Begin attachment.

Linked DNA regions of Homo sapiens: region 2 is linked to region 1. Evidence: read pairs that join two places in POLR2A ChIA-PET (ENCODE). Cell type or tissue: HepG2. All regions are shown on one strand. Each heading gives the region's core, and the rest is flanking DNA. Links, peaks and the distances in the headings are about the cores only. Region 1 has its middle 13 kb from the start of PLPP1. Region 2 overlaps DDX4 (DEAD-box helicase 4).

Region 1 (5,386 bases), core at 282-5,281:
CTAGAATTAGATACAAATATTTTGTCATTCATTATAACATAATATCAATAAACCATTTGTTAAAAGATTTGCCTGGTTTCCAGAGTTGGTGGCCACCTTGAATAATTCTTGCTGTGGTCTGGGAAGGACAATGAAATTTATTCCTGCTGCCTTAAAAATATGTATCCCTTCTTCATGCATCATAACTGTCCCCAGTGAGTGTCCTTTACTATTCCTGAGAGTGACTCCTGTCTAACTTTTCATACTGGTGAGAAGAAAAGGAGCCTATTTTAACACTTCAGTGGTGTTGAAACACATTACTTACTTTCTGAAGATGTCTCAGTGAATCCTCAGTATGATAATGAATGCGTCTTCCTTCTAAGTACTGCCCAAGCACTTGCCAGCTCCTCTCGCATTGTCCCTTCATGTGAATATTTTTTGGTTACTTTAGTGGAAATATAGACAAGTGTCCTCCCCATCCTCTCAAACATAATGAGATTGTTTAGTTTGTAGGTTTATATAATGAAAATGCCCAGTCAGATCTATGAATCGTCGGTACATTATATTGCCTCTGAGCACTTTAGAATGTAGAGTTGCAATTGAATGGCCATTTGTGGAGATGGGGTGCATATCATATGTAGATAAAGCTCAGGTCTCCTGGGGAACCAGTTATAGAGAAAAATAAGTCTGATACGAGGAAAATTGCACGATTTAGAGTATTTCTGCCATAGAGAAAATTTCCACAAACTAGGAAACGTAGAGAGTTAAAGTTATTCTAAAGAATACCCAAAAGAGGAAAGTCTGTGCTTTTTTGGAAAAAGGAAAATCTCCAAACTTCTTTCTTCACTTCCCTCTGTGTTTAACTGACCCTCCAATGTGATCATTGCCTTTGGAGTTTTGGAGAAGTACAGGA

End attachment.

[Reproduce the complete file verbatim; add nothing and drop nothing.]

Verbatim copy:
Linked DNA regions of Homo sapiens: region 2 is linked to region 1. Evidence: read pairs that join two places in POLR2A ChIA-PET (ENCODE). Cell type or tissue: HepG2. All regions are shown on one strand. Each heading gives the region's core, and the rest is flanking DNA. Links, peaks and the distances in the headings are about the cores only. Region 1 has its middle 13 kb from the start of PLPP1. Region 2 overlaps DDX4 (DEAD-box helicase 4).

Region 1 (5,386 bases), core at 282-5,281:
CTAGAATTAGATACAAATATTTTGTCATTCATTATAACATAATATCAATAAACCATTTGTTAAAAGATTTGCCTGGTTTCCAGAGTTGGTGGCCACCTTGAATAATTCTTGCTGTGGTCTGGGAAGGACAATGAAATTTATTCCTGCTGCCTTAAAAATATGTATCCCTTCTTCATGCATCATAACTGTCCCCAGTGAGTGTCCTTTACTATTCCTGAGAGTGACTCCTGTCTAACTTTTCATACTGGTGAGAAGAAAAGGAGCCTATTTTAACACTTCAGTGGTGTTGAAACACATTACTTACTTTCTGAAGATGTCTCAGTGAATCCTCAGTATGATAATGAATGCGTCTTCCTTCTAAGTACTGCCCAAGCACTTGCCAGCTCCTCTCGCATTGTCCCTTCATGTGAATATTTTTTGGTTACTTTAGTGGAAATATAGACAAGTGTCCTCCCCATCCTCTCAAACATAATGAGATTGTTTAGTTTGTAGGTTTATATAATGAAAATGCCCAGTCAGATCTATGAATCGTCGGTACATTATATTGCCTCTGAGCACTTTAGAATGTAGAGTTGCAATTGAATGGCCATTTGTGGAGATGGGGTGCATATCATATGTAGATAAAGCTCAGGTCTCCTGGGGAACCAGTTATAGAGAAAAATAAGTCTGATACGAGGAAAATTGCACGATTTAGAGTATTTCTGCCATAGAGAAAATTTCCACAAACTAGGAAACGTAGAGAGTTAAAGTTATTCTAAAGAATACCCAAAAGAGGAAAGTCTGTGCTTTTTTGGAAAAAGGAAAATCTCCAAACTTCTTTCTTCACTTCCCTCTGTGTTTAACTGACCCTCCAATGTGATCATTGCCTTTGGAGTTTTGGAGAAGTACAGGA